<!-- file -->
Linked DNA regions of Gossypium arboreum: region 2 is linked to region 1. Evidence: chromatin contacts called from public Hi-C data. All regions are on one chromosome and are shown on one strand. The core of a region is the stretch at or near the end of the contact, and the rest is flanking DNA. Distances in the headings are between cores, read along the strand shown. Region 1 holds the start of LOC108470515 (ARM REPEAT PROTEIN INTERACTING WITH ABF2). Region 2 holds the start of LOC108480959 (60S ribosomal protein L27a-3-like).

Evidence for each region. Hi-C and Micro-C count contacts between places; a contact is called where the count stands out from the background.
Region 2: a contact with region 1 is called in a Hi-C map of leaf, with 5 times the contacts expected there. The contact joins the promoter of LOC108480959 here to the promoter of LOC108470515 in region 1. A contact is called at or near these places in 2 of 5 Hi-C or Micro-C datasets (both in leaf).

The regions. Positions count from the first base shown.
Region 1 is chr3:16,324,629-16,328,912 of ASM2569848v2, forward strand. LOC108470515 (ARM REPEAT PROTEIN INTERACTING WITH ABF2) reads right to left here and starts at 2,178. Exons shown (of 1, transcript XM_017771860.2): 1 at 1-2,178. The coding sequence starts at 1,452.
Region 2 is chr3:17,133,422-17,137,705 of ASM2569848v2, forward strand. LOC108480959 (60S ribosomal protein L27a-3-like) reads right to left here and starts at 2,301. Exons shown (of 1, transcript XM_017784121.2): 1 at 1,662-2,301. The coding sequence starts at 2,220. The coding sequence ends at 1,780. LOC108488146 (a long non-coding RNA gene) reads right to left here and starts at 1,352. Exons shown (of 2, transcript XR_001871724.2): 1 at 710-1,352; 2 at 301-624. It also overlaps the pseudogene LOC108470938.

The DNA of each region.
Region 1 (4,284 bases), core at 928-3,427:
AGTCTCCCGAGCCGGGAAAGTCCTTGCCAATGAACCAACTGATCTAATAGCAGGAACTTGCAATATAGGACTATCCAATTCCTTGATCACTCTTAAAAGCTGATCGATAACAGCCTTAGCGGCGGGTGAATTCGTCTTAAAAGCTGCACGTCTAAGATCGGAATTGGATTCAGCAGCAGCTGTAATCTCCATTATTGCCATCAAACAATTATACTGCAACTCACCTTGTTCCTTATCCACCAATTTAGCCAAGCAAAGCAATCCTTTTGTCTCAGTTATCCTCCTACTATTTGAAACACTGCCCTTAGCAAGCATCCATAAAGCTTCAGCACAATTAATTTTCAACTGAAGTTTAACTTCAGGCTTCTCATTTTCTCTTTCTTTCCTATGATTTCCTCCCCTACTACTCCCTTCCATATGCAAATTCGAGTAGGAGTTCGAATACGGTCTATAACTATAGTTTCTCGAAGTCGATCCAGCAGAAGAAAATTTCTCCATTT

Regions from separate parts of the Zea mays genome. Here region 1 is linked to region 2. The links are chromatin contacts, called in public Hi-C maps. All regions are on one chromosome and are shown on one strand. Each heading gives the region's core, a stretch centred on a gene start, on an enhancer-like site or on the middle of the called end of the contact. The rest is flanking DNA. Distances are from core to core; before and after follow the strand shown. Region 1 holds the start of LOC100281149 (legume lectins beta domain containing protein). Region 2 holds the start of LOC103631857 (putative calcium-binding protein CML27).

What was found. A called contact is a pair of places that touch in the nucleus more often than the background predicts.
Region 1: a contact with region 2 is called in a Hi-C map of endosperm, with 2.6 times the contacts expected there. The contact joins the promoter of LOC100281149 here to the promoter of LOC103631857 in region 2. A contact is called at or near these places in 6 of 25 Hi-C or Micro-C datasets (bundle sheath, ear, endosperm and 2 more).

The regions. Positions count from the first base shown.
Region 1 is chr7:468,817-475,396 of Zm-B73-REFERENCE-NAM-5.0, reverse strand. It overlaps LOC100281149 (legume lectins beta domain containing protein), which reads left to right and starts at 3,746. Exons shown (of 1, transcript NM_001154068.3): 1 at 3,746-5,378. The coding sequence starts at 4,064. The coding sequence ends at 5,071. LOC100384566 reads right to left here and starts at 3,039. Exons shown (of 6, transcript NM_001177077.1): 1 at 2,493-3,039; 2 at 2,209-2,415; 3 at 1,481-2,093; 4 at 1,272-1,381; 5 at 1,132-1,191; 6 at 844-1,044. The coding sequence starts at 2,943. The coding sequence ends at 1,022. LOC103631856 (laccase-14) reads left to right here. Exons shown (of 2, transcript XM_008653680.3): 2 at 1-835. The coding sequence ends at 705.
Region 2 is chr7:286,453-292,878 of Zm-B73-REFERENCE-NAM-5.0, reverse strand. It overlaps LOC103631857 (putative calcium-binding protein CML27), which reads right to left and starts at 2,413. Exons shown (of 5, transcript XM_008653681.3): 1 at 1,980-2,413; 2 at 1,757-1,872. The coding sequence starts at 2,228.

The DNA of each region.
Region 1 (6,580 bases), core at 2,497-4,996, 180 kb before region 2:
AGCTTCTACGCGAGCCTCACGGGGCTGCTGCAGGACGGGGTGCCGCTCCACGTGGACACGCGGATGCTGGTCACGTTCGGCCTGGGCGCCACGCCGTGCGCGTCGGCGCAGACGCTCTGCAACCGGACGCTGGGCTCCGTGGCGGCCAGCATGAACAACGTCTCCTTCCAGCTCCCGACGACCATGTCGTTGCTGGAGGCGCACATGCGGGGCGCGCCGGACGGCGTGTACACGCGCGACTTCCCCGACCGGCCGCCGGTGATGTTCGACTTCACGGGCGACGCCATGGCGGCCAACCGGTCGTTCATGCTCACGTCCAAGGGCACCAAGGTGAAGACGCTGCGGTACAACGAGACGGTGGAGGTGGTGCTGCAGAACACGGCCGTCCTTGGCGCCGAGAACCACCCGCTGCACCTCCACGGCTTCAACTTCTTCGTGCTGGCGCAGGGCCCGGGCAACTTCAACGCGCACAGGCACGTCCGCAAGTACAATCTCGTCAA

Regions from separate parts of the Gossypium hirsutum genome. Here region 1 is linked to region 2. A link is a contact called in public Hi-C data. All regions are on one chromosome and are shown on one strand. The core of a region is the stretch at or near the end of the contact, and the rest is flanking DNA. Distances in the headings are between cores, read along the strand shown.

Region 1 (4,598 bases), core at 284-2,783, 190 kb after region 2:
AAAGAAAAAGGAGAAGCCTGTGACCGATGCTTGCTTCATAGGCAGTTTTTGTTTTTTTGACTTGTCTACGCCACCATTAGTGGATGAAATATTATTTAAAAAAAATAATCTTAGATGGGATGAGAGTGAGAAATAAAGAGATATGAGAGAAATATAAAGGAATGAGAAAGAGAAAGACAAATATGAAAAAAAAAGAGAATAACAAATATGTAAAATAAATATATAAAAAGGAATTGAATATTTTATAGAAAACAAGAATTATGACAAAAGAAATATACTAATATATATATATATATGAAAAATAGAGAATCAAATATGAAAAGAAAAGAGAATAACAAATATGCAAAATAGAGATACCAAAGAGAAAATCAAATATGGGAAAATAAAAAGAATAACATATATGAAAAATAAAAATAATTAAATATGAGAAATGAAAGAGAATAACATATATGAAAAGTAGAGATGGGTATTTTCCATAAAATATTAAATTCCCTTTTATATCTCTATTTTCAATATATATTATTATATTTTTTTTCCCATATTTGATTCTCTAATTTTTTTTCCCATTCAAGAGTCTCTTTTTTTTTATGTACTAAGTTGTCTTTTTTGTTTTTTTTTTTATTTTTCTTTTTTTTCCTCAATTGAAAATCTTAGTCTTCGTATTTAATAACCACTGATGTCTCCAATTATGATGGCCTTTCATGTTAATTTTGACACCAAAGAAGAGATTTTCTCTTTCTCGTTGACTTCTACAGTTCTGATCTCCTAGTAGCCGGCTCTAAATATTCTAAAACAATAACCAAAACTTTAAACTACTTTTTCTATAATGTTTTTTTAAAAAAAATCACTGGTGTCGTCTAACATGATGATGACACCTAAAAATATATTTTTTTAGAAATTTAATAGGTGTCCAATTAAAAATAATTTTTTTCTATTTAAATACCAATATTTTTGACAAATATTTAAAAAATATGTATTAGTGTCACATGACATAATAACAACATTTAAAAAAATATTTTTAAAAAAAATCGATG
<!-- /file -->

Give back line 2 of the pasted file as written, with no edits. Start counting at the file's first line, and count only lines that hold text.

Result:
Evidence for each region. Hi-C and Micro-C count contacts between places; a contact is called where the count stands out from the background.